This study integrates findings from neurobiology and psychology on early childhood development and self-regulation to assess returns to education. Our framework for evaluating the distribution of age-specific returns to investments in cognitive and noncognitive skills is a lifecycle simulation model based on the technology of skill formation (Cunha and Heckman (2007)). Our findings illustrate the cumulative and synergetic nature of skill formation, the skill multiplier, and the shaping role early childhood has for human capital formation, growth and inequality.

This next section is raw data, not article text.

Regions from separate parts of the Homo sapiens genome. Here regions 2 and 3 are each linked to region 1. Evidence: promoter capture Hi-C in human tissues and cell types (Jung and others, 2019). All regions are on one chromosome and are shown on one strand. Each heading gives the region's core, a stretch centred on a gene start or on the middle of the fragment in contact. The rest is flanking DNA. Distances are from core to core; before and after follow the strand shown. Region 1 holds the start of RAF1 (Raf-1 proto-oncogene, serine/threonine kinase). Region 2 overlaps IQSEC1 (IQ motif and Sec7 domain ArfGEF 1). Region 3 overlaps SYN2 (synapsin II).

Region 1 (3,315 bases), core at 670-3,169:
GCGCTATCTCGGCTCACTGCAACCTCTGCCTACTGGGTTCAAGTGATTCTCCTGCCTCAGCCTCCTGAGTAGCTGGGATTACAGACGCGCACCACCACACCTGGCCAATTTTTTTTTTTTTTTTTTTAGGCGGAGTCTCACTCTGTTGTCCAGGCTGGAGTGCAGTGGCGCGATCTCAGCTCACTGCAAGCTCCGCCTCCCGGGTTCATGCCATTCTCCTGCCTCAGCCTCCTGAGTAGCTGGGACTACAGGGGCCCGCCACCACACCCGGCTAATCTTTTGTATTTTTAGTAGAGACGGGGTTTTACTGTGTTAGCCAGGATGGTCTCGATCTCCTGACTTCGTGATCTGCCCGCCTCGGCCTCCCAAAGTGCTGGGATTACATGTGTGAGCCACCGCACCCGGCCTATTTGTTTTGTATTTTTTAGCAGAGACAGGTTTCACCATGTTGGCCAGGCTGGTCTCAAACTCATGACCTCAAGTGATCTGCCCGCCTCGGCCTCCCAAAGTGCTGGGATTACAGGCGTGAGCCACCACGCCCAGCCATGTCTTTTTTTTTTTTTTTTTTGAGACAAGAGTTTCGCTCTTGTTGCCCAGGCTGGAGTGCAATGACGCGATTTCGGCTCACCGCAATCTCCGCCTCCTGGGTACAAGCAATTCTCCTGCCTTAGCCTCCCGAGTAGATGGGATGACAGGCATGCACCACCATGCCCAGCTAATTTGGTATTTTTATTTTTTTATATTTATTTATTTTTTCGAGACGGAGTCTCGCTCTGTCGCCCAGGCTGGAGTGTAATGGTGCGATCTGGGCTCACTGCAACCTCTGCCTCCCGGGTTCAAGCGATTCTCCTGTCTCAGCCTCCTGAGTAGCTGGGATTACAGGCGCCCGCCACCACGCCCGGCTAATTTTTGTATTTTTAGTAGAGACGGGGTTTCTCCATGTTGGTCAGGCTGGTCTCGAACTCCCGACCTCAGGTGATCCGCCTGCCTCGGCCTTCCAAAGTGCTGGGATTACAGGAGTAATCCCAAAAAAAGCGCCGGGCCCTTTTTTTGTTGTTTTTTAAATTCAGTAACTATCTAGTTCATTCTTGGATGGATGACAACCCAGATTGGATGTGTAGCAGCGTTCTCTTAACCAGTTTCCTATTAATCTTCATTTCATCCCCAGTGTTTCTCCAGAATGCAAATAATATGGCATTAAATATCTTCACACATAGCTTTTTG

Pfeiffer, Friedhelm and Karsten Reuß (2007), Age-Dependent Skill Formation and Returns to Education: Simulation Based Evidence, IZA Discussion Papers 2882. Download